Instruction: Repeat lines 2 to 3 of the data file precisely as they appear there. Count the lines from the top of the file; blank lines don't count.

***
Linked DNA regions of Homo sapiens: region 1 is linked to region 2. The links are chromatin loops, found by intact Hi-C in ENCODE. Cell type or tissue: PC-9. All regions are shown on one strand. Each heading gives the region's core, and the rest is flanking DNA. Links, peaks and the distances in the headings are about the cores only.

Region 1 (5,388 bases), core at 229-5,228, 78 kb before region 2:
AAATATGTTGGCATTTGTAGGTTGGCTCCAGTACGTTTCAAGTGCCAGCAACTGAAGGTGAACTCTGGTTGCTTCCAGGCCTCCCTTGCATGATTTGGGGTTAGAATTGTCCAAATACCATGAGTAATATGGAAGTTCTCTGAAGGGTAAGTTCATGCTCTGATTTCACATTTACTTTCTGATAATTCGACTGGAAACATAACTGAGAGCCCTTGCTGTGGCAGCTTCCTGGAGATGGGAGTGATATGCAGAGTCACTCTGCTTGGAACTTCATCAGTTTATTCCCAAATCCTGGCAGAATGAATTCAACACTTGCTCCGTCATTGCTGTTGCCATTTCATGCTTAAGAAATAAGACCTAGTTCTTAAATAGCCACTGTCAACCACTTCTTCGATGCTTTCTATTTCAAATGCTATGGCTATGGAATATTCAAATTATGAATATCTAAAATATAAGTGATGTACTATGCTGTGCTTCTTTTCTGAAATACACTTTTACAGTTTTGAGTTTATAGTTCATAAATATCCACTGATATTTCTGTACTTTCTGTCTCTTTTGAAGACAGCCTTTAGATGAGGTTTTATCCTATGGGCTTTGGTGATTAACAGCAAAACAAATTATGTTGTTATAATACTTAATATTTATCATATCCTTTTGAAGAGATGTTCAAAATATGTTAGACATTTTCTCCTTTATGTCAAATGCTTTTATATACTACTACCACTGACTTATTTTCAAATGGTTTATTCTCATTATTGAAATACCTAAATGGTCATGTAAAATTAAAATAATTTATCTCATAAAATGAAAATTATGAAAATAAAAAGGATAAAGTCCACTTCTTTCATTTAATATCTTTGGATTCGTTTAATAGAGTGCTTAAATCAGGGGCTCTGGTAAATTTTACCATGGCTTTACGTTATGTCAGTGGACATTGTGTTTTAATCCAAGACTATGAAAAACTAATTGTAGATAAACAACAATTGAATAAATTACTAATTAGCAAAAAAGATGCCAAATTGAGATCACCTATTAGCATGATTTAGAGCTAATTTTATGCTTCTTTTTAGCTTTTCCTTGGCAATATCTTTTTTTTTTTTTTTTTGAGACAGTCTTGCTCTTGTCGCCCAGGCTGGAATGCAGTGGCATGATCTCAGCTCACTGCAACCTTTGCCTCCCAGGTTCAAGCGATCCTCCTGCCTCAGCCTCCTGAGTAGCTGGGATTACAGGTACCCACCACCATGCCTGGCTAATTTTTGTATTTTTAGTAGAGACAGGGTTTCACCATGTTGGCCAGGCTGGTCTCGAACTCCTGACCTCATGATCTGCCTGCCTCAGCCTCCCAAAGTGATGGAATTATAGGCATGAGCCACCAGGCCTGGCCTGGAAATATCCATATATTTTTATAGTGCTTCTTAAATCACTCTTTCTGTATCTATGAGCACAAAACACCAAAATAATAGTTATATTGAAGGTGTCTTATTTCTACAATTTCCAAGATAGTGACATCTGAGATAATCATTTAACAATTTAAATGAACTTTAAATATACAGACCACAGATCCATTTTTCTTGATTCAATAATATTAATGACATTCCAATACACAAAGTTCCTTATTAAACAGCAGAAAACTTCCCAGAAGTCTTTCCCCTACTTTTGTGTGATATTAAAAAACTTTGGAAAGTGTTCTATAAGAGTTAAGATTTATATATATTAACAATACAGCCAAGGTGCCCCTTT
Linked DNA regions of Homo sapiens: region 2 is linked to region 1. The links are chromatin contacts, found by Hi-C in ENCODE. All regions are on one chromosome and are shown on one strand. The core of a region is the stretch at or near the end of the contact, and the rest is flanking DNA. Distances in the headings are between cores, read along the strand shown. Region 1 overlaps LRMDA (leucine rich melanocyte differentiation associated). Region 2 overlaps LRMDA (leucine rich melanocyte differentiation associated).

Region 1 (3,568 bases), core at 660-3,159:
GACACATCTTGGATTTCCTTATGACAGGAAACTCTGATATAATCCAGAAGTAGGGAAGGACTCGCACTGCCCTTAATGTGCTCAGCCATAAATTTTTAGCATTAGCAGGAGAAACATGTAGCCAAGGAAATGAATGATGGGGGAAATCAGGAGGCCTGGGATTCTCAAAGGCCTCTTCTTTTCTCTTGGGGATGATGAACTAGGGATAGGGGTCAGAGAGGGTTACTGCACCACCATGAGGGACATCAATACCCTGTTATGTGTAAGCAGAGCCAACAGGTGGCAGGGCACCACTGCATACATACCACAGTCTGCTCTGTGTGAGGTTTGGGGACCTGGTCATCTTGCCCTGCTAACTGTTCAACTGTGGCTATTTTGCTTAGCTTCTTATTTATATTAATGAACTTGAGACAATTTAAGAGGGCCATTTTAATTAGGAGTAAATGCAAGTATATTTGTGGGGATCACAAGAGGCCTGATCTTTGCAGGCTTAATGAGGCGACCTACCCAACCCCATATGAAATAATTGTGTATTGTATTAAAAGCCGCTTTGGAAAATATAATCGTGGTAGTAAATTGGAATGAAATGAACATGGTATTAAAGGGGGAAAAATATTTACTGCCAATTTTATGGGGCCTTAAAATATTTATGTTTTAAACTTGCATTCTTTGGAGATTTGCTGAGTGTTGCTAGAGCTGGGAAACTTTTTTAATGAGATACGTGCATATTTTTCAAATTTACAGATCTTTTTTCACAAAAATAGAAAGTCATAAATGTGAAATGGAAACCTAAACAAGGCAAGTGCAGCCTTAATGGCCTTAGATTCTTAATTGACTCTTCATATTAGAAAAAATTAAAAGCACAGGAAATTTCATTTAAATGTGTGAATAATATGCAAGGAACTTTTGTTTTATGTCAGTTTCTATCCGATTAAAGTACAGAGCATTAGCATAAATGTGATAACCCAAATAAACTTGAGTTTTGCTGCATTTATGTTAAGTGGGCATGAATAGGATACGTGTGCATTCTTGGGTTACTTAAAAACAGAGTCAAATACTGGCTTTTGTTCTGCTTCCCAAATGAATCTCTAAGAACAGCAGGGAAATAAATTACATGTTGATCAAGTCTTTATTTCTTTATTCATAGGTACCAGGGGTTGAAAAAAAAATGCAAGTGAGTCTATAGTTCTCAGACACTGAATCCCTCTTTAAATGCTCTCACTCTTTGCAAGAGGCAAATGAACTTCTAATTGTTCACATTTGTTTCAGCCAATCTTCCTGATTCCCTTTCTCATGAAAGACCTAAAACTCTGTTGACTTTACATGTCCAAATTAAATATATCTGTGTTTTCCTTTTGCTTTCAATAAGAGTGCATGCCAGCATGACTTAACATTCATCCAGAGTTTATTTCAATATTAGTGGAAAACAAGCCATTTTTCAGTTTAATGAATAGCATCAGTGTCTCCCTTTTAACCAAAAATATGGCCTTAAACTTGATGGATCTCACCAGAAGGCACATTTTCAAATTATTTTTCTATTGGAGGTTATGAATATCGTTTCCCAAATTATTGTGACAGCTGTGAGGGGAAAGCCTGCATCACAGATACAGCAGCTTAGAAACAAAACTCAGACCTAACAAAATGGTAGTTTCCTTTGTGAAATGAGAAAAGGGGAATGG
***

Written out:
Region 1 (5,388 bases), core at 229-5,228, 78 kb before region 2:
AAATATGTTGGCATTTGTAGGTTGGCTCCAGTACGTTTCAAGTGCCAGCAACTGAAGGTGAACTCTGGTTGCTTCCAGGCCTCCCTTGCATGATTTGGGGTTAGAATTGTCCAAATACCATGAGTAATATGGAAGTTCTCTGAAGGGTAAGTTCATGCTCTGATTTCACATTTACTTTCTGATAATTCGACTGGAAACATAACTGAGAGCCCTTGCTGTGGCAGCTTCCTGGAGATGGGAGTGATATGCAGAGTCACTCTGCTTGGAACTTCATCAGTTTATTCCCAAATCCTGGCAGAATGAATTCAACACTTGCTCCGTCATTGCTGTTGCCATTTCATGCTTAAGAAATAAGACCTAGTTCTTAAATAGCCACTGTCAACCACTTCTTCGATGCTTTCTATTTCAAATGCTATGGCTATGGAATATTCAAATTATGAATATCTAAAATATAAGTGATGTACTATGCTGTGCTTCTTTTCTGAAATACACTTTTACAGTTTTGAGTTTATAGTTCATAAATATCCACTGATATTTCTGTACTTTCTGTCTCTTTTGAAGACAGCCTTTAGATGAGGTTTTATCCTATGGGCTTTGGTGATTAACAGCAAAACAAATTATGTTGTTATAATACTTAATATTTATCATATCCTTTTGAAGAGATGTTCAAAATATGTTAGACATTTTCTCCTTTATGTCAAATGCTTTTATATACTACTACCACTGACTTATTTTCAAATGGTTTATTCTCATTATTGAAATACCTAAATGGTCATGTAAAATTAAAATAATTTATCTCATAAAATGAAAATTATGAAAATAAAAAGGATAAAGTCCACTTCTTTCATTTAATATCTTTGGATTCGTTTAATAGAGTGCTTAAATCAGGGGCTCTGGTAAATTTTACCATGGCTTTACGTTATGTCAGTGGACATTGTGTTTTAATCCAAGACTATGAAAAACTAATTGTAGATAAACAACAATTGAATAAATTACTAATTAGCAAAAAAGATGCCAAATTGAGATCACCTATTAGCATGATTTAGAGCTAATTTTATGCTTCTTTTTAGCTTTTCCTTGGCAATATCTTTTTTTTTTTTTTTTTGAGACAGTCTTGCTCTTGTCGCCCAGGCTGGAATGCAGTGGCATGATCTCAGCTCACTGCAACCTTTGCCTCCCAGGTTCAAGCGATCCTCCTGCCTCAGCCTCCTGAGTAGCTGGGATTACAGGTACCCACCACCATGCCTGGCTAATTTTTGTATTTTTAGTAGAGACAGGGTTTCACCATGTTGGCCAGGCTGGTCTCGAACTCCTGACCTCATGATCTGCCTGCCTCAGCCTCCCAAAGTGATGGAATTATAGGCATGAGCCACCAGGCCTGGCCTGGAAATATCCATATATTTTTATAGTGCTTCTTAAATCACTCTTTCTGTATCTATGAGCACAAAACACCAAAATAATAGTTATATTGAAGGTGTCTTATTTCTACAATTTCCAAGATAGTGACATCTGAGATAATCATTTAACAATTTAAATGAACTTTAAATATACAGACCACAGATCCATTTTTCTTGATTCAATAATATTAATGACATTCCAATACACAAAGTTCCTTATTAAACAGCAGAAAACTTCCCAGAAGTCTTTCCCCTACTTTTGTGTGATATTAAAAAACTTTGGAAAGTGTTCTATAAGAGTTAAGATTTATATATATTAACAATACAGCCAAGGTGCCCCTTT